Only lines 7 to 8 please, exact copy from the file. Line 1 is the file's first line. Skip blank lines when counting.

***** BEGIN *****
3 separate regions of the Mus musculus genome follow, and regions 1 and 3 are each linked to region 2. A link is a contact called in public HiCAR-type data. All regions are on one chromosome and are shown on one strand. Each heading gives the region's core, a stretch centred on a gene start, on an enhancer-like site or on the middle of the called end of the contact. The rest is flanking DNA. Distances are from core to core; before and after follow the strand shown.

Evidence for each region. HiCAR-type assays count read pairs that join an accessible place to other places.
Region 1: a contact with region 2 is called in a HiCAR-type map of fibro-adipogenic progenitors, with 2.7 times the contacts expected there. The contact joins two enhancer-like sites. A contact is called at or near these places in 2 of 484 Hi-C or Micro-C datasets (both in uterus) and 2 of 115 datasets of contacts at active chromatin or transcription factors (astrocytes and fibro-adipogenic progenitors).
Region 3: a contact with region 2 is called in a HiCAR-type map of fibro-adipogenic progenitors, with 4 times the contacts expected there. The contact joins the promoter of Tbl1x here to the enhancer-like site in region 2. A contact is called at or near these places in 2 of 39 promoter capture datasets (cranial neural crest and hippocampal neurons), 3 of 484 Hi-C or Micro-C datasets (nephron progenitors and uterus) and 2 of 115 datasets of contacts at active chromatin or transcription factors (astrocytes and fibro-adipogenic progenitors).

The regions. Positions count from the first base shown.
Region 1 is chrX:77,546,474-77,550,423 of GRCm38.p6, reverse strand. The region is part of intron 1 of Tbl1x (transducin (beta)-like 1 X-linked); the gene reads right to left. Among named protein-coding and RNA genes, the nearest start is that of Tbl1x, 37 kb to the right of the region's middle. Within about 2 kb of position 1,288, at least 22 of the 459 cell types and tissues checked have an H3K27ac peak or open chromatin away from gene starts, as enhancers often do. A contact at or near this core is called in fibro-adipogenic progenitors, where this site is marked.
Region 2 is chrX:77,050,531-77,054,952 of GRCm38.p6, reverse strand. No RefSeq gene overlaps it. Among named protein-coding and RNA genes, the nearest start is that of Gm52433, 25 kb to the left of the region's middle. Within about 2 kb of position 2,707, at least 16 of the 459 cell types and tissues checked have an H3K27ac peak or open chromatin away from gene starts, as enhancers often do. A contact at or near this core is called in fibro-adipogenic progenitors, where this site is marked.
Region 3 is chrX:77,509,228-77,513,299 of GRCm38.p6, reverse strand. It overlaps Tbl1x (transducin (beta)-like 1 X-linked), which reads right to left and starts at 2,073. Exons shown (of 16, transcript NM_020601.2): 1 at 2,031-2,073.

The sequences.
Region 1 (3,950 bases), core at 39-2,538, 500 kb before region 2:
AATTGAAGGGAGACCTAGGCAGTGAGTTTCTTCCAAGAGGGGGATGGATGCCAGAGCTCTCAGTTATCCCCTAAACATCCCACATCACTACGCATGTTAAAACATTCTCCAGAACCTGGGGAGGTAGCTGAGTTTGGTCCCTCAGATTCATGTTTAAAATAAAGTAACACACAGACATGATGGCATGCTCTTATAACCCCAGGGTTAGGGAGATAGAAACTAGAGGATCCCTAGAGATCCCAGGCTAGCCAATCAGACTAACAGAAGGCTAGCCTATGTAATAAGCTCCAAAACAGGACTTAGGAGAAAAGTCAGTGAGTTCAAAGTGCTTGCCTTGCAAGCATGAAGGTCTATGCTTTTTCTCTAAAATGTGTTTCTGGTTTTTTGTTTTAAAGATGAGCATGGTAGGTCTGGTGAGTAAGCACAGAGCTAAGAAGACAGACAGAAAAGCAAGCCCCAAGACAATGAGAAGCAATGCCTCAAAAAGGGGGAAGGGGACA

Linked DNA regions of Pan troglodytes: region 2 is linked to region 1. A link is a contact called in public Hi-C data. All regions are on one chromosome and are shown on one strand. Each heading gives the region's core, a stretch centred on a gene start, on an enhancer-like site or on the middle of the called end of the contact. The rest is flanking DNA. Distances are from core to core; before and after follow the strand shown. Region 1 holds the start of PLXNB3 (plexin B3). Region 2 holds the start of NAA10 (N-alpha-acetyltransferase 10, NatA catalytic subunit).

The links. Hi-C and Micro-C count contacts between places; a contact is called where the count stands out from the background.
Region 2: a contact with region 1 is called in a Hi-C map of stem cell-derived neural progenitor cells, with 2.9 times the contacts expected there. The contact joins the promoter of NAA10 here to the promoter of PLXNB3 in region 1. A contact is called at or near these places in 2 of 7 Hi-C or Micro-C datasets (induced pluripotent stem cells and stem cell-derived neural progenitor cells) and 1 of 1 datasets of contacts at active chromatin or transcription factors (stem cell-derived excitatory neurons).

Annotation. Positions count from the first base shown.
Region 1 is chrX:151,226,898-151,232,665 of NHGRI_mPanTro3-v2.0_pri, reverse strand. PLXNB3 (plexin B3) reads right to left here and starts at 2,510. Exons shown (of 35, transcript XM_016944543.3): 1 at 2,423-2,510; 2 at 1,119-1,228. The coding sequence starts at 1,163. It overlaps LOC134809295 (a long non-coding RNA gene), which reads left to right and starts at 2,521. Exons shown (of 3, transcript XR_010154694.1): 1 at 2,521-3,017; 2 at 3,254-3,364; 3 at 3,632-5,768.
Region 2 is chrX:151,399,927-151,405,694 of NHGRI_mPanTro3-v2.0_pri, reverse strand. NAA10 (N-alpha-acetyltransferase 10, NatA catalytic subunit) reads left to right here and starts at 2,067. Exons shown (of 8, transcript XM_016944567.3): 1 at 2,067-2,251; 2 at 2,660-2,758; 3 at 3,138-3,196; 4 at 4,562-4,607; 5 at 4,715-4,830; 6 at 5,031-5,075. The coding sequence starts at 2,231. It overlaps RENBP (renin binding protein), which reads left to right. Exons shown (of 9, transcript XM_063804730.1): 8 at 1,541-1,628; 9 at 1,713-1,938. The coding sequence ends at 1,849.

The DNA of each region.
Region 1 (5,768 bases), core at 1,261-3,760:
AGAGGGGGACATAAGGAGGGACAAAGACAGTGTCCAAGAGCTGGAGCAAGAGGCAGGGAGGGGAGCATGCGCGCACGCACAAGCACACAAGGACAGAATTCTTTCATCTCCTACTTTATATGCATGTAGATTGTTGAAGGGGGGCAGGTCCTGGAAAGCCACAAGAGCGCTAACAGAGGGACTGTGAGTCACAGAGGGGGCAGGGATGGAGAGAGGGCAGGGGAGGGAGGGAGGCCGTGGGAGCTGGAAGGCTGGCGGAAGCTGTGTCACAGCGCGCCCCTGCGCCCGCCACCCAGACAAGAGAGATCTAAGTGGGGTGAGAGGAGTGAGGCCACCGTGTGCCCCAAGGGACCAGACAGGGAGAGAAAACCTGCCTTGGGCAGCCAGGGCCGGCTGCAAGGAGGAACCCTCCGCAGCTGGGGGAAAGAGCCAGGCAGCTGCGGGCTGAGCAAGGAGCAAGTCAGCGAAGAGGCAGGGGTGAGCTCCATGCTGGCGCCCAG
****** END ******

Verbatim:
Region 2 is chrX:77,050,531-77,054,952 of GRCm38.p6, reverse strand. No RefSeq gene overlaps it. Among named protein-coding and RNA genes, the nearest start is that of Gm52433, 25 kb to the left of the region's middle. Within about 2 kb of position 2,707, at least 16 of the 459 cell types and tissues checked have an H3K27ac peak or open chromatin away from gene starts, as enhancers often do. A contact at or near this core is called in fibro-adipogenic progenitors, where this site is marked.
Region 3 is chrX:77,509,228-77,513,299 of GRCm38.p6, reverse strand. It overlaps Tbl1x (transducin (beta)-like 1 X-linked), which reads right to left and starts at 2,073. Exons shown (of 16, transcript NM_020601.2): 1 at 2,031-2,073.